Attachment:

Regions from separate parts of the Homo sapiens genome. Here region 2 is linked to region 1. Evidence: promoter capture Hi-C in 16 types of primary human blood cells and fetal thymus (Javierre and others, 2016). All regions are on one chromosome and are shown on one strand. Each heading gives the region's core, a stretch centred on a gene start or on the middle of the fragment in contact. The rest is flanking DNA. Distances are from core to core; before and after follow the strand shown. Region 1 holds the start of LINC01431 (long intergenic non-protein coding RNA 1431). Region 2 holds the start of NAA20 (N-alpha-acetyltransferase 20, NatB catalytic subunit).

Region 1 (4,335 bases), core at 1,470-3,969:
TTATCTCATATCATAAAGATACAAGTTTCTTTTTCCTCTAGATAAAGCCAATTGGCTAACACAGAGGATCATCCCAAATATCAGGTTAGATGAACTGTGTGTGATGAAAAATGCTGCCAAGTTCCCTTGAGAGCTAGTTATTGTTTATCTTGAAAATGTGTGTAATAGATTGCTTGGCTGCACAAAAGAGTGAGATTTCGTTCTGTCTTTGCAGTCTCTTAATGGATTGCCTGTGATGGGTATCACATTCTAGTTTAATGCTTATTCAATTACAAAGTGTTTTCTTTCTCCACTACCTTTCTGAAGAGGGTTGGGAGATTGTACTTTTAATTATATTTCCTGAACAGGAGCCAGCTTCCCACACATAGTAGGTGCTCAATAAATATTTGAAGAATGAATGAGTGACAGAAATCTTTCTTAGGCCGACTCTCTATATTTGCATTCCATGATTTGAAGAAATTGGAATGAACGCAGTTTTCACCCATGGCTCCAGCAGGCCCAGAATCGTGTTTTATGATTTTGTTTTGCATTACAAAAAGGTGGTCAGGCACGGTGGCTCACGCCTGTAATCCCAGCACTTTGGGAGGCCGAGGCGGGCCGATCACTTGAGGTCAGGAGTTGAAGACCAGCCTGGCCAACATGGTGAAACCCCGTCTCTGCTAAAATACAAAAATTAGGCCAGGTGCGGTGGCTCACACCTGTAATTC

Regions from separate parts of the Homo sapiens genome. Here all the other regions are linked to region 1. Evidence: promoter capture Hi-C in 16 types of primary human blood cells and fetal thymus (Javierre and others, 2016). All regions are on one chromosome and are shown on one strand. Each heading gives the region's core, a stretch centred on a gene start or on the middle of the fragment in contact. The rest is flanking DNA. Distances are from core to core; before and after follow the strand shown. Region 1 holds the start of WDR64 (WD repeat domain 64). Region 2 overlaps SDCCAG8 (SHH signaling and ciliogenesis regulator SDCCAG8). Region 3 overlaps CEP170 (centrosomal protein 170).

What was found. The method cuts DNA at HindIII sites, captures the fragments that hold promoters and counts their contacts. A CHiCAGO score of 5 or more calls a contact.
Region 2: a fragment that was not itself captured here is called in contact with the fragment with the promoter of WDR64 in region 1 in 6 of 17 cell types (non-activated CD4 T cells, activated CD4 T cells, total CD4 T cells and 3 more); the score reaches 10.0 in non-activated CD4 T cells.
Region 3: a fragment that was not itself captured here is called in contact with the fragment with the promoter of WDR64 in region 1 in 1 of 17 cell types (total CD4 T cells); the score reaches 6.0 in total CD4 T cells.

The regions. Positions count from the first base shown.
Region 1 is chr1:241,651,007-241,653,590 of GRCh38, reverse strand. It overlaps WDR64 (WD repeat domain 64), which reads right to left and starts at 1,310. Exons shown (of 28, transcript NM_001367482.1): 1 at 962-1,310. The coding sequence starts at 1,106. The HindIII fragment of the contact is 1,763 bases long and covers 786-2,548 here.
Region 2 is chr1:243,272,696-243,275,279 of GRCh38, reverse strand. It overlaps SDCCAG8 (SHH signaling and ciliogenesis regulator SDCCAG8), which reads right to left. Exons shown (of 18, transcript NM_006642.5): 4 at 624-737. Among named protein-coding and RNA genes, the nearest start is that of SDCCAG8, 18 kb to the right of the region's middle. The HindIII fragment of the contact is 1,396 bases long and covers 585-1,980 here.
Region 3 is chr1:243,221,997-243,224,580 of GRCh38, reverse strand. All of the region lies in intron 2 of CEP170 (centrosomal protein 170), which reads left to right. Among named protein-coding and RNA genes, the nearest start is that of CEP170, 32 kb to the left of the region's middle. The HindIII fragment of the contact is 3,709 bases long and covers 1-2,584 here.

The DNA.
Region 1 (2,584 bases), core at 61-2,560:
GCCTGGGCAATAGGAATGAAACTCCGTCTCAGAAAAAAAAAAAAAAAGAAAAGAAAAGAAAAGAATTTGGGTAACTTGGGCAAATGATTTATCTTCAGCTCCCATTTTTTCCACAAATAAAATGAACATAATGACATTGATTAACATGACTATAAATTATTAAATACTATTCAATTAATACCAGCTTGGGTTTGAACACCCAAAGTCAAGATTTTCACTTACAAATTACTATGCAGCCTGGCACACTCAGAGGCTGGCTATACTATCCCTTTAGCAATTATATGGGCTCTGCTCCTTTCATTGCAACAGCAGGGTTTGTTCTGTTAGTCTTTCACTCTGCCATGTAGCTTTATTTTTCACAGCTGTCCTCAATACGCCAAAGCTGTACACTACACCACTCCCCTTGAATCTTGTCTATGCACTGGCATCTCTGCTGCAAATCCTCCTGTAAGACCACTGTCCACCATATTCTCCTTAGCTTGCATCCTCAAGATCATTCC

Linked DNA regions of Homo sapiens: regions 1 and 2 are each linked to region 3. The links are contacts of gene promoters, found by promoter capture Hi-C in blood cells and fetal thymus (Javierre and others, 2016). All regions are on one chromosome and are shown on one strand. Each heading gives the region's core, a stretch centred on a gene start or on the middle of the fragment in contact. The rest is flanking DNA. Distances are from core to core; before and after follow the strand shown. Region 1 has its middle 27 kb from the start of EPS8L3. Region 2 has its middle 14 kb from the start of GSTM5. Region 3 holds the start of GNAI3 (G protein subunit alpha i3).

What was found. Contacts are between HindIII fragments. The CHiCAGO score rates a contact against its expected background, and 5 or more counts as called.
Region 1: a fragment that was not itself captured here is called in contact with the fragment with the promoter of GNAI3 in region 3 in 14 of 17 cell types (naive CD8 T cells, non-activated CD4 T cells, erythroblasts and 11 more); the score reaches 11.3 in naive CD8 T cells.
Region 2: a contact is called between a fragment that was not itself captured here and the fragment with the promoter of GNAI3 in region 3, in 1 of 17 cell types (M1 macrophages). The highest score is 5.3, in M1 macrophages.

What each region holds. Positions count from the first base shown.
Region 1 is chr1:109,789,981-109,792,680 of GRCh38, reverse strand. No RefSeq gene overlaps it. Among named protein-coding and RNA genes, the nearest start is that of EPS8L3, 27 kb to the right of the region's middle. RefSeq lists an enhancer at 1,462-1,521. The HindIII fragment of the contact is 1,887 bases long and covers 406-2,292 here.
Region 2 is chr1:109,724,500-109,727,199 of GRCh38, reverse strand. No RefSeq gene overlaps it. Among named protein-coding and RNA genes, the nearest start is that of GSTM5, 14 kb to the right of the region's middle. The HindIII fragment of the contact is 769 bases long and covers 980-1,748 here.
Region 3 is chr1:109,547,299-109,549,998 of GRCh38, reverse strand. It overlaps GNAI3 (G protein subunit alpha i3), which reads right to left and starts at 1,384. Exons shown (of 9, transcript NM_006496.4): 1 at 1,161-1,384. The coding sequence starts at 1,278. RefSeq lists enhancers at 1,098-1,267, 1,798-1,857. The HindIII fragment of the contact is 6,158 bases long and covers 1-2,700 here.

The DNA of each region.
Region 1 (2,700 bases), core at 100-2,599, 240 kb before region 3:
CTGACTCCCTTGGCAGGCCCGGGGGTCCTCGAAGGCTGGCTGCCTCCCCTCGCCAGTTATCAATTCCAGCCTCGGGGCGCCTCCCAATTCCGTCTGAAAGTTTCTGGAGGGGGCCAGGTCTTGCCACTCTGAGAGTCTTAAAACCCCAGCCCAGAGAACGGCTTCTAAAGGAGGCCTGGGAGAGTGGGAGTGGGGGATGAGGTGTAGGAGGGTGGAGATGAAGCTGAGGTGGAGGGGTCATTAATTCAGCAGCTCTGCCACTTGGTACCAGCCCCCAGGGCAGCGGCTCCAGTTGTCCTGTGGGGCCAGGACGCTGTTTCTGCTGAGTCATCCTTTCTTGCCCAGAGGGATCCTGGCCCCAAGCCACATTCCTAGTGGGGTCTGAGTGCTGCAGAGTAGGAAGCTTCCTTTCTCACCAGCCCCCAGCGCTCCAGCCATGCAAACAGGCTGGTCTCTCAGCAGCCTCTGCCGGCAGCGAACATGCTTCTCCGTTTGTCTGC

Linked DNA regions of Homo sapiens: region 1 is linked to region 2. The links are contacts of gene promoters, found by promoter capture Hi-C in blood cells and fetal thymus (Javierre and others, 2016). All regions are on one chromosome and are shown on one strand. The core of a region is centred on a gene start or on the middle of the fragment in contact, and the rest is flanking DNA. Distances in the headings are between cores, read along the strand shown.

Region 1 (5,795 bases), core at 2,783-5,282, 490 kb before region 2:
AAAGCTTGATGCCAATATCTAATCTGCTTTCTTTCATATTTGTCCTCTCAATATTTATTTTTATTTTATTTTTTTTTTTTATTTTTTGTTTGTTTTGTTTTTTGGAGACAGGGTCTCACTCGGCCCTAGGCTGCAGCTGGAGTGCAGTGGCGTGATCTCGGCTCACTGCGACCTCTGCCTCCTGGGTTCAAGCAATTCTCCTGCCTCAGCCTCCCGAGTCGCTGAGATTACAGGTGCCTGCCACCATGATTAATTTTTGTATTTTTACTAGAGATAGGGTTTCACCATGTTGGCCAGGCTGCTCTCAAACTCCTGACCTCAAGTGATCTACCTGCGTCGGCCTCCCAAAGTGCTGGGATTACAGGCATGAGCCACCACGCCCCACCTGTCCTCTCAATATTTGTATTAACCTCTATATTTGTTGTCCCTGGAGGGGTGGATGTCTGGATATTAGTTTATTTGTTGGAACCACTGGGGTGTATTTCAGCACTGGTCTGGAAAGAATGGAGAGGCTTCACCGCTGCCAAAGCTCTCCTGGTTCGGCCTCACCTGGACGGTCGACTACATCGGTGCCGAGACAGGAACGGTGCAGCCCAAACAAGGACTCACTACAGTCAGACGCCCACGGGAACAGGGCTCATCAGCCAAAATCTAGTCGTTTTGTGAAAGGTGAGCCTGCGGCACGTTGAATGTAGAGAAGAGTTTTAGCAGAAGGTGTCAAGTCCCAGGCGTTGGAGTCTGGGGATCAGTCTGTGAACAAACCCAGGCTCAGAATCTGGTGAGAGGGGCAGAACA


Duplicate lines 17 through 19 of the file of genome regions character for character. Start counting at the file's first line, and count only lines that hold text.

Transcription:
Region 1: a fragment that was not itself captured here is called in contact with the fragment with the promoter of GNAI3 in region 3 in 14 of 17 cell types (naive CD8 T cells, non-activated CD4 T cells, erythroblasts and 11 more); the score reaches 11.3 in naive CD8 T cells.
Region 2: a contact is called between a fragment that was not itself captured here and the fragment with the promoter of GNAI3 in region 3, in 1 of 17 cell types (M1 macrophages). The highest score is 5.3, in M1 macrophages.

What each region holds. Positions count from the first base shown.